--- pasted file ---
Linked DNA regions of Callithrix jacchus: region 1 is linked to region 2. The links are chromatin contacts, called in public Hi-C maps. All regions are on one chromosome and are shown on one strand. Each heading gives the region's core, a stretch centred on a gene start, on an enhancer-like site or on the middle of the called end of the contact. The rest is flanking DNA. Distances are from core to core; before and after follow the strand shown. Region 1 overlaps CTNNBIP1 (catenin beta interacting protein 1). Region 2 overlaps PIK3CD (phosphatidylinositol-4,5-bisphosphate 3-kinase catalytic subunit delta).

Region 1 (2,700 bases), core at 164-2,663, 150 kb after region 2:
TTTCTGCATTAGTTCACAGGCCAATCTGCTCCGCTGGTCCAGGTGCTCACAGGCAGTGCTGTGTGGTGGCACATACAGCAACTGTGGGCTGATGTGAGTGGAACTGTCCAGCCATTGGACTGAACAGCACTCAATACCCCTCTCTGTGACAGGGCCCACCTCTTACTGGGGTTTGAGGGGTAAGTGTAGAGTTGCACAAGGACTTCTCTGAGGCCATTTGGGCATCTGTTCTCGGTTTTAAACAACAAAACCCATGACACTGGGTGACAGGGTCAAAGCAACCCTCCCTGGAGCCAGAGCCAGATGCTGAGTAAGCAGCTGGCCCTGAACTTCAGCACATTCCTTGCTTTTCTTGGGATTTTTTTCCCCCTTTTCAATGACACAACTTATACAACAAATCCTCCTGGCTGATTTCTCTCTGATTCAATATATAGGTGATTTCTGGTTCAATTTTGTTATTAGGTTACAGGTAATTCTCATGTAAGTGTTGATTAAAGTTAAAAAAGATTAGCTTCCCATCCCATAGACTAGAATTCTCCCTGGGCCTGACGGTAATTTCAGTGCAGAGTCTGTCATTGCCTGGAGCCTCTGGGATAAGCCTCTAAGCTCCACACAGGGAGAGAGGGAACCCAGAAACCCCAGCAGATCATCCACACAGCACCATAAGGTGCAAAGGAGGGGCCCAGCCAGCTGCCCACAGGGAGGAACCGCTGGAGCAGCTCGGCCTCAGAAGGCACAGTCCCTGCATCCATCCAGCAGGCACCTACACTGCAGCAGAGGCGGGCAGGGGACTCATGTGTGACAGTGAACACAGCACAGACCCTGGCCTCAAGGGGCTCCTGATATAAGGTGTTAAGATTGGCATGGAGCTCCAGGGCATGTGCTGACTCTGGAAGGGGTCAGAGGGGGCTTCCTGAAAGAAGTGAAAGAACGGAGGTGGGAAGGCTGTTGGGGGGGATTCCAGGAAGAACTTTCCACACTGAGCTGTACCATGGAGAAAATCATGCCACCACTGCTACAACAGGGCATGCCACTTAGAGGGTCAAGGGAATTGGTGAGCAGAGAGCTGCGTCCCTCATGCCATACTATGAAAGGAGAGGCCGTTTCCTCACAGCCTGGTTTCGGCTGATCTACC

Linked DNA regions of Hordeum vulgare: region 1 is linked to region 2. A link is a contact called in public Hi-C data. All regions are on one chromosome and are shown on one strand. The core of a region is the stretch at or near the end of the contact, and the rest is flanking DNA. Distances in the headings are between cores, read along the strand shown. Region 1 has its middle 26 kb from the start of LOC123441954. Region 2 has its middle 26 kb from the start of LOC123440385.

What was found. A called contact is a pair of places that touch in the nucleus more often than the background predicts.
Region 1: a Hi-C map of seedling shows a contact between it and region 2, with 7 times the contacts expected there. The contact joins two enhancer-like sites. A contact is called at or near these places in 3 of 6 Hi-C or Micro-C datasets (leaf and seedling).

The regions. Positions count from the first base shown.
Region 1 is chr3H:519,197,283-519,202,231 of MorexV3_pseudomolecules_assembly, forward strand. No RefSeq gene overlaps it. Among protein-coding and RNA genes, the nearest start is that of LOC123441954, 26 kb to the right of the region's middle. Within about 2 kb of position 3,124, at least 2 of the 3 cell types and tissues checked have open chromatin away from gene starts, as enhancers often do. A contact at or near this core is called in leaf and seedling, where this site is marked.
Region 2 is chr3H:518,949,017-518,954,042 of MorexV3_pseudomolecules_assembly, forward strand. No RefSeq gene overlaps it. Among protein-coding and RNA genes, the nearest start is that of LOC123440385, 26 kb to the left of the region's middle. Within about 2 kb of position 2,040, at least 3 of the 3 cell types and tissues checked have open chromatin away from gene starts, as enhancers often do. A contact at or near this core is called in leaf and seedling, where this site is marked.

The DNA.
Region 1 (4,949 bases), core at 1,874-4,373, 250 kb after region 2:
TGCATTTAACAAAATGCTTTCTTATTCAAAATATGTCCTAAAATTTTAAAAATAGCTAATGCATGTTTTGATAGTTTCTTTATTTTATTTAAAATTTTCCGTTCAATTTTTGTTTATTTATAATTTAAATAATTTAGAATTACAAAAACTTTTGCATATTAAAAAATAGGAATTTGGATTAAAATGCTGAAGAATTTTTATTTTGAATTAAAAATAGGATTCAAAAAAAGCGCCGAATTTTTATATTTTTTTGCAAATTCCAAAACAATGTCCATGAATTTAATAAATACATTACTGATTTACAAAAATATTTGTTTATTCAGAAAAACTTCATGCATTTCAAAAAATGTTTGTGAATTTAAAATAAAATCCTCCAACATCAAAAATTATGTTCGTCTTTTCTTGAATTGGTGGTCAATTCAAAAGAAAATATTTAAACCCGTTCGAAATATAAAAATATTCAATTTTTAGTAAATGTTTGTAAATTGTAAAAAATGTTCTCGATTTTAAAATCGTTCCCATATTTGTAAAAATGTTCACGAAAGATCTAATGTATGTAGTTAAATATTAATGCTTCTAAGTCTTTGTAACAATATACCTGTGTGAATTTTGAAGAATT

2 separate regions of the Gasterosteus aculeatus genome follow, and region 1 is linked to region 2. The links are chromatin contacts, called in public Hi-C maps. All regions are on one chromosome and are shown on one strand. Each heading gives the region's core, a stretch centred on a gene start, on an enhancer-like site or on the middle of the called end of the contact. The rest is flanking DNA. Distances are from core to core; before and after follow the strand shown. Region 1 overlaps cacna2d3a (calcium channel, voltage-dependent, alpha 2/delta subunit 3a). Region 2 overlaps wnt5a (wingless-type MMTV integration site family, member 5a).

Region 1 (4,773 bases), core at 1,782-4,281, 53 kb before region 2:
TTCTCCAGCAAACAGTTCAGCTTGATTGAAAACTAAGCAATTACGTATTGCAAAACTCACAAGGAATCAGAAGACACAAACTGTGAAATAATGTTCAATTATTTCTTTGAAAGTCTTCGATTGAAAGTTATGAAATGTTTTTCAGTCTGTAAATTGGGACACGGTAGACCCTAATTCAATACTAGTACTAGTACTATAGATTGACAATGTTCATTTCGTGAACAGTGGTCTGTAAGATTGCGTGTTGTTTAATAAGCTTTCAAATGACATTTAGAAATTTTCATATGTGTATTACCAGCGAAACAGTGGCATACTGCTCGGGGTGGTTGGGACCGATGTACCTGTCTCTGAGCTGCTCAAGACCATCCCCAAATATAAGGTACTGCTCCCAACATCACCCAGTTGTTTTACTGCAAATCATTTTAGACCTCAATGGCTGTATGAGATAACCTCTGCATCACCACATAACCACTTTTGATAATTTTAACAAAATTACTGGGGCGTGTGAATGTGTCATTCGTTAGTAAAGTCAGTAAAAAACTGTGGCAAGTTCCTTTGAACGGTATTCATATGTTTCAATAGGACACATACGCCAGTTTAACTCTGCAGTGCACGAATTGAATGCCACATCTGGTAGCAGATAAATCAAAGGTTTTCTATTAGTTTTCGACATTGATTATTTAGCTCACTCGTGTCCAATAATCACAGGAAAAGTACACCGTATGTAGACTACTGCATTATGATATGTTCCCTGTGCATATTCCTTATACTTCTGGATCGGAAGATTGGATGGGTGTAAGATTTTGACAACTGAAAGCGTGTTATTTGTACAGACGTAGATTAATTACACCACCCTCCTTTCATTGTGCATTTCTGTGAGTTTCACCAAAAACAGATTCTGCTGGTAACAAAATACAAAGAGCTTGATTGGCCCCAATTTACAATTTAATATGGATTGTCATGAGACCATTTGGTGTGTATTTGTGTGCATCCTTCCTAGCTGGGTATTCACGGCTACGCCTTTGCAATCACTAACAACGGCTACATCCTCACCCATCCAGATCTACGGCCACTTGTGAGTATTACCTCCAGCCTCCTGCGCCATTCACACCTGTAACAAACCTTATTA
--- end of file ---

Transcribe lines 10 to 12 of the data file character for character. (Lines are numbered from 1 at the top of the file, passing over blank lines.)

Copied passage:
The DNA.
Region 1 (4,949 bases), core at 1,874-4,373, 250 kb after region 2:
TGCATTTAACAAAATGCTTTCTTATTCAAAATATGTCCTAAAATTTTAAAAATAGCTAATGCATGTTTTGATAGTTTCTTTATTTTATTTAAAATTTTCCGTTCAATTTTTGTTTATTTATAATTTAAATAATTTAGAATTACAAAAACTTTTGCATATTAAAAAATAGGAATTTGGATTAAAATGCTGAAGAATTTTTATTTTGAATTAAAAATAGGATTCAAAAAAAGCGCCGAATTTTTATATTTTTTTGCAAATTCCAAAACAATGTCCATGAATTTAATAAATACATTACTGATTTACAAAAATATTTGTTTATTCAGAAAAACTTCATGCATTTCAAAAAATGTTTGTGAATTTAAAATAAAATCCTCCAACATCAAAAATTATGTTCGTCTTTTCTTGAATTGGTGGTCAATTCAAAAGAAAATATTTAAACCCGTTCGAAATATAAAAATATTCAATTTTTAGTAAATGTTTGTAAATTGTAAAAAATGTTCTCGATTTTAAAATCGTTCCCATATTTGTAAAAATGTTCACGAAAGATCTAATGTATGTAGTTAAATATTAATGCTTCTAAGTCTTTGTAACAATATACCTGTGTGAATTTTGAAGAATT